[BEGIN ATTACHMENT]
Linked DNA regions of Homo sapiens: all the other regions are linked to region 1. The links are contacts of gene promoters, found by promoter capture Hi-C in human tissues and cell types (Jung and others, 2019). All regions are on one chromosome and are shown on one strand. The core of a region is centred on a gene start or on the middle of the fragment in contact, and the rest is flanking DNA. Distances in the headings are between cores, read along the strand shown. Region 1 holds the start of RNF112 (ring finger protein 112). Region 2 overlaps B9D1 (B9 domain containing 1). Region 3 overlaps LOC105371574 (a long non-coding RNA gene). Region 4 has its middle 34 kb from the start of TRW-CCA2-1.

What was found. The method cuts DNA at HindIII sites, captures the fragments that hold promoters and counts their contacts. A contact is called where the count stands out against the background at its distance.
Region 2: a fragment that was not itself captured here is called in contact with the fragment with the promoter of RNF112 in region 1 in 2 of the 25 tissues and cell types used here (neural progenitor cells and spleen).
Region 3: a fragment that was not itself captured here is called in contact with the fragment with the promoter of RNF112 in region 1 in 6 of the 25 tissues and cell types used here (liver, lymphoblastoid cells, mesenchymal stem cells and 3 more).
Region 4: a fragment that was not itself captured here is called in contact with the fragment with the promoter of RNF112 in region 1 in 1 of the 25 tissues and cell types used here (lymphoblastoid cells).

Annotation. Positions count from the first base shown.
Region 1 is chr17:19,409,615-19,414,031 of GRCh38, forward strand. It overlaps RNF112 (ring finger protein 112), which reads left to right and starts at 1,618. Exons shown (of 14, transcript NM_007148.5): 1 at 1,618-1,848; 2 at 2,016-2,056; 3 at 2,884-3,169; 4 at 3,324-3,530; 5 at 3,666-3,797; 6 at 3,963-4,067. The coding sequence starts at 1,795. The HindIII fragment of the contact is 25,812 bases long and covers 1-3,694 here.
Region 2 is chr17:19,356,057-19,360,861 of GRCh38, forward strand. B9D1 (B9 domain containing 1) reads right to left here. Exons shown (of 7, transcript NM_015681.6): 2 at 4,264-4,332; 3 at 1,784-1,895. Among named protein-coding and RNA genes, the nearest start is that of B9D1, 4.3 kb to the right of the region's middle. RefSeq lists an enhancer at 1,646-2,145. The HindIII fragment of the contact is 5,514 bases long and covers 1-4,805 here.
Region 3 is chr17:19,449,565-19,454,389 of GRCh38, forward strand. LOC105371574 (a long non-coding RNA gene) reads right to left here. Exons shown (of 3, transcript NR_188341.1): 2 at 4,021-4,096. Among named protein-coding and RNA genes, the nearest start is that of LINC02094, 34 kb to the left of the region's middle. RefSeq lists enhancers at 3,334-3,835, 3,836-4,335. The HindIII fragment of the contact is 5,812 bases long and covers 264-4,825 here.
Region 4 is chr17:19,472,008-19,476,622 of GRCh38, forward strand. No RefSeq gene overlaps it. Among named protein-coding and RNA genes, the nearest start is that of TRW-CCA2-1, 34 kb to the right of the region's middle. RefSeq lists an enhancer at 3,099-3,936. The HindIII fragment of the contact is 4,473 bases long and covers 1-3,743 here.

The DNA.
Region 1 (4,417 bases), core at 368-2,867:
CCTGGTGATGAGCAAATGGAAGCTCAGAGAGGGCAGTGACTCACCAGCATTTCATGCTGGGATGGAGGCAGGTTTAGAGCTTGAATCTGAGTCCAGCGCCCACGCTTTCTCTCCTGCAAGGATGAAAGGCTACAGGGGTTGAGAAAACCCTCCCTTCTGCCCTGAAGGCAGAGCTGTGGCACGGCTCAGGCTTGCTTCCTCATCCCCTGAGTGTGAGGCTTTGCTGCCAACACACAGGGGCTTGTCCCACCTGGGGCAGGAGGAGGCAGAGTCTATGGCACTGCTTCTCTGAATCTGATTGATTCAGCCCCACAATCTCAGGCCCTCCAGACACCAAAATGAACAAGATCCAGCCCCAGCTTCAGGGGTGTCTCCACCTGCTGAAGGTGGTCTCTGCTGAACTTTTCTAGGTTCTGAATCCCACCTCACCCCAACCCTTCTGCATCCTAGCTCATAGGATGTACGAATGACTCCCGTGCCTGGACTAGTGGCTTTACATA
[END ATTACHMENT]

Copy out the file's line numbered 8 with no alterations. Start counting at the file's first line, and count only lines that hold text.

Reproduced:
Region 2 is chr17:19,356,057-19,360,861 of GRCh38, forward strand. B9D1 (B9 domain containing 1) reads right to left here. Exons shown (of 7, transcript NM_015681.6): 2 at 4,264-4,332; 3 at 1,784-1,895. Among named protein-coding and RNA genes, the nearest start is that of B9D1, 4.3 kb to the right of the region's middle. RefSeq lists an enhancer at 1,646-2,145. The HindIII fragment of the contact is 5,514 bases long and covers 1-4,805 here.